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Defense in St. Paul’s case takes aim at accuser, requests medical records

Last modified: 8/4/2015 5:47:35 PM
Lawyers for the St. Paul’s School graduate accused of raping an underclassman have signaled that they plan to attack the credibility of the alleged victim, requesting medical and educational records from her time at the elite Concord private school.

In documents filed Friday in Merrimack County Superior Court, the attorneys for Owen Labrie said the girl waited days to report the alleged assault, and that she described the encounter as amicable to friends and a sibling during that time. In fact, they wrote, a close friend recalled that she seemed calm when he saw her immediately after the encounter, describing it to him as “fine.”

They further claimed that one of the girl’s female relatives had been in a “sexual relationship” with Labrie before the encounter, and “was upset” that he and the girl had met the day of the encounter. Labrie has previously acknowledged a relationship with the relative, but described it to investigators as platonic, according to an affidavit.

The 19-year-old is accused of sexually assaulting the then-freshman in an on-campus building May 30, 2014, two days before graduation. The girl said the encounter began agreeably, but that she repeatedly told Labrie to stop when it began to turn sexual. Labrie told investigators that he did stop, after putting on a condom.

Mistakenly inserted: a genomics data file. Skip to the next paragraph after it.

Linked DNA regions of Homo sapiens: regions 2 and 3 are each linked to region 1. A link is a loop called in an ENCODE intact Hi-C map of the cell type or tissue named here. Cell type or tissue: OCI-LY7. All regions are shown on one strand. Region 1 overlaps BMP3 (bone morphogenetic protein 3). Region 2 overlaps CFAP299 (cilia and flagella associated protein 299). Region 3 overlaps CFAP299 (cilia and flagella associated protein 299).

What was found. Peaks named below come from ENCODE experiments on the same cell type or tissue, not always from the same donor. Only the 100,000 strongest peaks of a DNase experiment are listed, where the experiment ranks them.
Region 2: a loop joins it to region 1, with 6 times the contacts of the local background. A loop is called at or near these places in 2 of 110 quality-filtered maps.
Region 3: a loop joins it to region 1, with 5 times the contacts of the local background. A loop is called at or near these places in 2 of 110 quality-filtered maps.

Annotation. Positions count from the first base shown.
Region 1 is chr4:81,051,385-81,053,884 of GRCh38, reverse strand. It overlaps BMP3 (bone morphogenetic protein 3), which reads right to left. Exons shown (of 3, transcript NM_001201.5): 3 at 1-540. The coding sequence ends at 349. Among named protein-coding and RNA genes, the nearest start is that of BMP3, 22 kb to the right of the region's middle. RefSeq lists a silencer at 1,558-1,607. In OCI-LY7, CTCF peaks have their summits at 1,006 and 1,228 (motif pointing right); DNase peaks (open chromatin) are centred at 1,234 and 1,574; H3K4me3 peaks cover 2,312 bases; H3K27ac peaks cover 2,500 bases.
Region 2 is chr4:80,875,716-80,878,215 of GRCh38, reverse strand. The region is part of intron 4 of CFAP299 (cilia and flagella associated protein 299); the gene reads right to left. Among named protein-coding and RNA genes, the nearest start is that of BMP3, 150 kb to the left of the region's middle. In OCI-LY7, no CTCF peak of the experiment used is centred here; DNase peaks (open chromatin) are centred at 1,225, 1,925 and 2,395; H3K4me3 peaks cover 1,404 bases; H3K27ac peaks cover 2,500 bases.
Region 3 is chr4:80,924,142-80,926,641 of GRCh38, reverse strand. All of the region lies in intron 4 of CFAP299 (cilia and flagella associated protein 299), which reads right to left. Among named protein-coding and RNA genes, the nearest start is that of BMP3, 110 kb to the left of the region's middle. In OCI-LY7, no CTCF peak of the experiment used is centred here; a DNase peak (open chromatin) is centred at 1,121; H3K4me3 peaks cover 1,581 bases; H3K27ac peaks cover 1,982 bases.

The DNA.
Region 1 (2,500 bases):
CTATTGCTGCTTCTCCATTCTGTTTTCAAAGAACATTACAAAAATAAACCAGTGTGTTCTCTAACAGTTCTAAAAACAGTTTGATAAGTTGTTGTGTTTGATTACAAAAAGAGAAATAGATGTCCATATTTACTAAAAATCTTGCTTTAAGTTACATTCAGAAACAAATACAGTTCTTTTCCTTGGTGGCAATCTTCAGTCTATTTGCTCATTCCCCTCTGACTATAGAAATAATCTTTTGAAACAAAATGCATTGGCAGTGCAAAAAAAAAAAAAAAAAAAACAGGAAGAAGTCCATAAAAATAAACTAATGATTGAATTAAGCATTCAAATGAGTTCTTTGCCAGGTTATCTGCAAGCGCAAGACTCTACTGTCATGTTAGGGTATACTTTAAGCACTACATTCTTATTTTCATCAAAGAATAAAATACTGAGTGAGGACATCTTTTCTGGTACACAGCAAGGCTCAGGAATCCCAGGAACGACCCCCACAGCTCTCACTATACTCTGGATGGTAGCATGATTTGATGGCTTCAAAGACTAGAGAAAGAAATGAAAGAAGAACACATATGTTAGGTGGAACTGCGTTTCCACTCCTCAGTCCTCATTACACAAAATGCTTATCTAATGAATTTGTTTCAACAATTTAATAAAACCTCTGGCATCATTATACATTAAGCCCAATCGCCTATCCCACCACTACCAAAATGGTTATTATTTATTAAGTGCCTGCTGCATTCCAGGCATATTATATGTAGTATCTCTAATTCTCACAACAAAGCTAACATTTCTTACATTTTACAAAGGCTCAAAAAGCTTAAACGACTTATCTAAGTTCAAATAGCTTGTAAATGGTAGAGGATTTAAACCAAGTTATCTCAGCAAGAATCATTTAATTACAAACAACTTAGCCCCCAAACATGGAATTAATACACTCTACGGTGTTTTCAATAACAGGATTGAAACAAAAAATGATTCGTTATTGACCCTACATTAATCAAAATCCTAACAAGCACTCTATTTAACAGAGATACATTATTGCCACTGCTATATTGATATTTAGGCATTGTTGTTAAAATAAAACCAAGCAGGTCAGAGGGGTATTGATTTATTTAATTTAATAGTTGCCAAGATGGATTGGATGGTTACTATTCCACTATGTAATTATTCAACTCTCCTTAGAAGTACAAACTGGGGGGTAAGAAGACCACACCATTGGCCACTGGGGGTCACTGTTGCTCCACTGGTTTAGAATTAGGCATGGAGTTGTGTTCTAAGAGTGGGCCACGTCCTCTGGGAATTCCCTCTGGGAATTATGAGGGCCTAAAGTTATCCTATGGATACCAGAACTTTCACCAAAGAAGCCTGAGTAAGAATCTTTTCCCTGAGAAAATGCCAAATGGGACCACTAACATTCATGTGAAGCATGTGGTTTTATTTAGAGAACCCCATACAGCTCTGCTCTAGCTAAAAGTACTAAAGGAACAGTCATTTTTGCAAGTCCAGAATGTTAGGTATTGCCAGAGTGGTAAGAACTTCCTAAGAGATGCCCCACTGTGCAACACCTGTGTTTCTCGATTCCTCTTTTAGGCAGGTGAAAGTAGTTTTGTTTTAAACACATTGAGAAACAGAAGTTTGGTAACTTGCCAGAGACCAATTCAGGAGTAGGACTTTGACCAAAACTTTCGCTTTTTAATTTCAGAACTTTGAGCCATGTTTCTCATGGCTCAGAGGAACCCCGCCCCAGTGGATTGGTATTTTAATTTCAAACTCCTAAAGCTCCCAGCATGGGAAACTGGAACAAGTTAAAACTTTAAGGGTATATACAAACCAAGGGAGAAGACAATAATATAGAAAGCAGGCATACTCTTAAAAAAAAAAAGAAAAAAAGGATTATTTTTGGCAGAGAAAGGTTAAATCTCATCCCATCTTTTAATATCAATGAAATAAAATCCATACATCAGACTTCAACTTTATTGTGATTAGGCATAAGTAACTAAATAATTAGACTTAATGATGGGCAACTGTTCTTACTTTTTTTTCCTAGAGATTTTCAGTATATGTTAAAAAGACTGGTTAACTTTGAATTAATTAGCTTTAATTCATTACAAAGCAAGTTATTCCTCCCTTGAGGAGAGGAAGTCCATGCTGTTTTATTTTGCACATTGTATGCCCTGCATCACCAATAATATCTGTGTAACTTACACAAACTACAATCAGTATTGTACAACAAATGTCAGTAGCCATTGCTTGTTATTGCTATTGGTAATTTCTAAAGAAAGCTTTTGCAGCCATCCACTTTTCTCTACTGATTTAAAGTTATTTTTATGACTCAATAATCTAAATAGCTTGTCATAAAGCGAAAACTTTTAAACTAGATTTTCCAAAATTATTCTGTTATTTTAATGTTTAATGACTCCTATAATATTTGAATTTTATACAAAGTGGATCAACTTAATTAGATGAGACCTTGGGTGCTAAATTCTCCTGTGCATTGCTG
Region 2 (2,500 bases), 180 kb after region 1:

The defense had until Friday to strike a plea deal with county prosecutors. A trial is set to open Aug. 17.

Labrie’s attorneys have requested access to the girl’s records, citing several reasons and claiming it is relevant, “as it may affect her faculties, rationality, and behavior.”

The prosecution, meanwhile, has filed its own string of last-minute motions, including a request to question an expert witness about symptoms commonly found in victims of sexual assault, and another to admit comments the girl reportedly made to a trauma nurse four days after the encounter.

Deputy County Attorney Catherine Ruffle declined to comment Monday about specifics of the case. Both sides are scheduled to debate their pending motions Aug. 17, the day of jury selection. The trial is expected to last a week and will include a visit by the jury to St. Paul’s School.

Victims’ advocates often criticize tactics like the one the defense could be using – shifting blame away from the accused.

“Strategies like this have a very real impact on all victims,” said Amanda Grady Sexton, public policy director for the New Hampshire Coalition Against Domestic and Sexual Violence, in an email. “When the focus of a criminal procedure shifts from the offender’s conduct to the victim, the victim becomes the subject of inappropriate and irrelevant scrutiny in the court system and in the media. As a result, future victims will be less likely to report to police or engage in the criminal justice process at all.”

Labrie, who is charged with three counts of aggravated felonious sexual assault, was in court briefly Friday morning with his parents and attorney J.W. Carney. Carney declined to say whether Labrie will testify, or comment substantively on the motions.

(Jeremy Blackman can be reached at 369-3319, jblackman@cmonitor.com or on Twitter @JBlackmanCM.)


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